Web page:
A SQUALLY AFTERNOON at Little Henny, a neighbouring village on a hilltop rising high out of streams. Every kind of weather chases each other across Suffolk. We can watch it coming in, as they say: the hail, the rain, the surprising bursts of sunny warmth, the windy curtains of cloud and the bouts of iciness.
Having sung “My song is love unknown” at a Lenten service (a frisson of delight whenever this hymn is announced), Alan and I have gone in search of its author, Samuel Crossman, who was rector here ages ago. We tramp through the March mud of what was not a happy living. The locals soon got rid of him. His church is now no more than a dent in a field, but the deep lanes through which he would have walked just take the car. Huge bosses of primroses stare out from the ditches and magpies rush ahead. There are a handful of houses and the Big House, nothing more.
If you want excitement you must go to Great Henny. When I was a boy, the Sudbury Boat Club rowed down the Stour to the pub there to have hot cross buns and beer on Good Friday morning. But we, Alan and I, companion on many a sacred ramble, are at this blowy moment above such sprees. We are where an unhappy young clergyman may have found solace in Herbert’s The Temple, his own congregation having turned him out. Herbert’s poems contain “Love Unknown” and “The Sacrifice”, the last line of which, “Never was grief like mine”, is clearly echoed in Crossman’s hymn.
Except it wasn’t a hymn for centuries. It was part of a handful of verses called The Young Man’s Meditation; and since this little pamphlet was published soon after its author fled Little Henny, one may presume that these youthful meditations took place in its lanes, and in that now disappeared parish church.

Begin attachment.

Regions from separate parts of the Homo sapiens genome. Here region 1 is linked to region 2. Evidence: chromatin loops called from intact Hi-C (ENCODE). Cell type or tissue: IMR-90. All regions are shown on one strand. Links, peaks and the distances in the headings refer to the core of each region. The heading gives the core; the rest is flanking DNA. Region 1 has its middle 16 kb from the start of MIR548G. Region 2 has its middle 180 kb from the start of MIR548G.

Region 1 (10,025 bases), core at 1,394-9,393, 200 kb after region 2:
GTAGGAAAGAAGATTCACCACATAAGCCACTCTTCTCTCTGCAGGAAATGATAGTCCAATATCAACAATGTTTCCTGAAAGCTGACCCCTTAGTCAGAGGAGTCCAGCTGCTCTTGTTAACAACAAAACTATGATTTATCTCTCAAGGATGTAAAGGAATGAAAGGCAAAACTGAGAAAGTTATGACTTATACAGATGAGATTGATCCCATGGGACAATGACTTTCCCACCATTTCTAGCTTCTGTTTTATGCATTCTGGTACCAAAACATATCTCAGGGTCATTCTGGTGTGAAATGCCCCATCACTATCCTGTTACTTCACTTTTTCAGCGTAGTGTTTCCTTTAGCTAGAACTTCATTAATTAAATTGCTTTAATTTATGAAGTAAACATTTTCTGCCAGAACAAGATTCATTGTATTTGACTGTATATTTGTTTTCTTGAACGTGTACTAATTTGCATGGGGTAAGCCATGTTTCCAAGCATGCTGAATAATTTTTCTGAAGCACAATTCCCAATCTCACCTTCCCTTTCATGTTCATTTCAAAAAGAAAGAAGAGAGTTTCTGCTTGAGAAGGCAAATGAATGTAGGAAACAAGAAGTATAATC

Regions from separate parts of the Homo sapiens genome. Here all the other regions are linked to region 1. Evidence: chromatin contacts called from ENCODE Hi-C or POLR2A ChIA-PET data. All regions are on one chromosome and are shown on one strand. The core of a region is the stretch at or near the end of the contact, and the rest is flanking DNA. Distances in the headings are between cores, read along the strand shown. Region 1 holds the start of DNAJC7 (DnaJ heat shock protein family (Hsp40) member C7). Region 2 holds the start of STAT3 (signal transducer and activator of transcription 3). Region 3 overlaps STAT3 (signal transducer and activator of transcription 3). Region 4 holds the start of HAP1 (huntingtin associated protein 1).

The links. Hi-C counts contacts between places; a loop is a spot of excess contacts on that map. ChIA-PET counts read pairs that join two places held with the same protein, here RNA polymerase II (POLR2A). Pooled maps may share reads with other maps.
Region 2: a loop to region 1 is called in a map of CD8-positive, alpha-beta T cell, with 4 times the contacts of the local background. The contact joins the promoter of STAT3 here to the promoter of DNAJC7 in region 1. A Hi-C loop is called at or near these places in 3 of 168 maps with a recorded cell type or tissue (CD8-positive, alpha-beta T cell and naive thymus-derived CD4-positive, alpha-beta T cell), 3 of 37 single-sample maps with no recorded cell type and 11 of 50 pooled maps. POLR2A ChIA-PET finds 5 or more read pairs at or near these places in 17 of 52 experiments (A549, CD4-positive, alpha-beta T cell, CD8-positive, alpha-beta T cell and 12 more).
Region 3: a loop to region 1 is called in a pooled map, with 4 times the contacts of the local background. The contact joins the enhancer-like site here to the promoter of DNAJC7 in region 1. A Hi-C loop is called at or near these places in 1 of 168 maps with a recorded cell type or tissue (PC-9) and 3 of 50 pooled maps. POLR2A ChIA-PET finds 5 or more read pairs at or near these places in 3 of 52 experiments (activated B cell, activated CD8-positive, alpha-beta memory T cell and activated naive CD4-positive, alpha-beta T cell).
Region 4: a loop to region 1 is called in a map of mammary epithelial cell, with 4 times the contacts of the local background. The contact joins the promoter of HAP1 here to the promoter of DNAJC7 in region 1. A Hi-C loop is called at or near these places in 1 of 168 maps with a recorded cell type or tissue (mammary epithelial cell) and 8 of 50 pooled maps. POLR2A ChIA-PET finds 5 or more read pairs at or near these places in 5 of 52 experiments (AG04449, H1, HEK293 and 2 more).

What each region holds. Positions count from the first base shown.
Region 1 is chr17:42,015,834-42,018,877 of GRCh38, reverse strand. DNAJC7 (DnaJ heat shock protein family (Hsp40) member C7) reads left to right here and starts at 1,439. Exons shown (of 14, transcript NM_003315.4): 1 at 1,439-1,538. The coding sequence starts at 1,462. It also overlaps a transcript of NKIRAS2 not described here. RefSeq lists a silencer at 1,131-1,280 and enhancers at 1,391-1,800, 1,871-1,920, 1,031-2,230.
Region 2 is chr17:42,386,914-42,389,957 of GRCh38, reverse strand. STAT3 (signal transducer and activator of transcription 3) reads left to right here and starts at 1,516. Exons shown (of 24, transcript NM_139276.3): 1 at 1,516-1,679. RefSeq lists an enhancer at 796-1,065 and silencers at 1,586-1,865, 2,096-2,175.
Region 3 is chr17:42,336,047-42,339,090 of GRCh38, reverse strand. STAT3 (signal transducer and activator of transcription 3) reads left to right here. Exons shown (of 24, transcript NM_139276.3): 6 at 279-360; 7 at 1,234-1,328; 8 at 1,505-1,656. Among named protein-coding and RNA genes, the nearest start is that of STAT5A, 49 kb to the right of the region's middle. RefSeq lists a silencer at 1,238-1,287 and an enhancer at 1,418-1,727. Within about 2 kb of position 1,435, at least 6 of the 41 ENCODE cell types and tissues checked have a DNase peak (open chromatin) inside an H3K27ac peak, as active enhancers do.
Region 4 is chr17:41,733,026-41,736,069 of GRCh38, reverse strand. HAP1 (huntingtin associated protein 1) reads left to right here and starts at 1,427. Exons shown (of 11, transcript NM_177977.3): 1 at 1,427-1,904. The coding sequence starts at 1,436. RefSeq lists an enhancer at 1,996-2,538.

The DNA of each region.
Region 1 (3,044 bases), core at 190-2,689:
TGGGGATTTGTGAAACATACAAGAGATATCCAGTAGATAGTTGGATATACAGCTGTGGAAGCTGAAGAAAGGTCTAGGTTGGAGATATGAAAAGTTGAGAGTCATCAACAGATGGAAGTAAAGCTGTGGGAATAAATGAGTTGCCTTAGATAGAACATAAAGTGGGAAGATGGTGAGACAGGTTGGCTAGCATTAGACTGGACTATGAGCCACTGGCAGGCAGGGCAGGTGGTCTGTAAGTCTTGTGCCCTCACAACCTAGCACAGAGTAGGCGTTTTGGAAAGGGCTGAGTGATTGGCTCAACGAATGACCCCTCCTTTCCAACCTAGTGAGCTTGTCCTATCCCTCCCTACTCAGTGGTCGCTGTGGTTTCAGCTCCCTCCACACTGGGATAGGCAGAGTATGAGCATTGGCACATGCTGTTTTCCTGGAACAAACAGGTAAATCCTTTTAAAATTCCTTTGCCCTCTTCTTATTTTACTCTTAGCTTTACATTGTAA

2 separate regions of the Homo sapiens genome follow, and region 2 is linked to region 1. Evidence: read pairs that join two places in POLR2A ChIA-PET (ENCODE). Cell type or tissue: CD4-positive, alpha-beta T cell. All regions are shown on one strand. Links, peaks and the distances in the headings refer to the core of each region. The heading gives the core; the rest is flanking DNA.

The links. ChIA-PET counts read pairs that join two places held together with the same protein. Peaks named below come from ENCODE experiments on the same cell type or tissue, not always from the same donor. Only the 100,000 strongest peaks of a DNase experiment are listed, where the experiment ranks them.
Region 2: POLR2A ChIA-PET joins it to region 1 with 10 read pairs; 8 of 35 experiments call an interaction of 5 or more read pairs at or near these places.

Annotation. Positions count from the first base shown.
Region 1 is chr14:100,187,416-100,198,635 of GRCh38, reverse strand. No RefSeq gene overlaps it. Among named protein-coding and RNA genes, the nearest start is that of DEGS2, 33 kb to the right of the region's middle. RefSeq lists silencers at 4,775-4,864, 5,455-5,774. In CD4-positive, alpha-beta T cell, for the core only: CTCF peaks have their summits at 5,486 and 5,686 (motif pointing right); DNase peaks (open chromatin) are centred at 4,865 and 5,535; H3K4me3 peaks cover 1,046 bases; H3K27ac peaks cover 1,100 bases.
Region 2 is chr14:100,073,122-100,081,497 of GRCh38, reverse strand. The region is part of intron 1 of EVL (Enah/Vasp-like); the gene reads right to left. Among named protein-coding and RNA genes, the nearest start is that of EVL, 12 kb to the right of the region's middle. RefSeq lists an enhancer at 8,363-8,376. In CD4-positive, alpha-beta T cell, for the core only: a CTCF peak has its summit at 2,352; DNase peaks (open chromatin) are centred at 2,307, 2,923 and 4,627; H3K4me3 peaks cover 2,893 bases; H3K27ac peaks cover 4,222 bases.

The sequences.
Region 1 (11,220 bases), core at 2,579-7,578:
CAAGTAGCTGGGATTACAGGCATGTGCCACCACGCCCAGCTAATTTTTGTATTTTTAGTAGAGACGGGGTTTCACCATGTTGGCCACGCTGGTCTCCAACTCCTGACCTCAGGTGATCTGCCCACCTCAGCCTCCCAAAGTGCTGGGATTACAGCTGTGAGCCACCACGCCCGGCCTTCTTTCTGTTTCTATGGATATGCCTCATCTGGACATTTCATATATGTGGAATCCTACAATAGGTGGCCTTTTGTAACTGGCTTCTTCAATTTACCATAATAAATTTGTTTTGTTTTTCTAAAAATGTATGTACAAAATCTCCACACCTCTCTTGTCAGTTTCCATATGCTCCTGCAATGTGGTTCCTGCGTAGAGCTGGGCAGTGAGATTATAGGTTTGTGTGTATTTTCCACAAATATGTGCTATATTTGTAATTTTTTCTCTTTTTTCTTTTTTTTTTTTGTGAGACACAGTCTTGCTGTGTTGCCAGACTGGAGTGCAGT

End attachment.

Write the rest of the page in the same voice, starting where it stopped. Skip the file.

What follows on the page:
It being such exhilarating weather, and the water glinting and the birds singing against the gales and calms, I granted us both licence to hear Parson Crossman’s glorious hymn drowning out the ubiquitous quarrellings of the parish. “My song is love unknown” is one of the strongest and most uncomfortable statements ever made on the world’s ability to turn on what is right, on what is good. Priestly poets in remote livings would have been alarmed by the enlightenment they continue to shed.
Samuel Crossman bided his time for some 300 years. Shortly after the First World War, when The English Hymnal was being edited, Geoffrey Shaw took the composer John Ireland out to lunch, the purpose of which was to startle the latter with a “I want a tune for this lovely poem . . .”, handing a slip of paper across a table. Ireland read it, became lost in it, took the menu, and wrote on the back of it for a few minutes — “Here is your tune.” The words and the music now possess that hilltop, whether it knows it or not.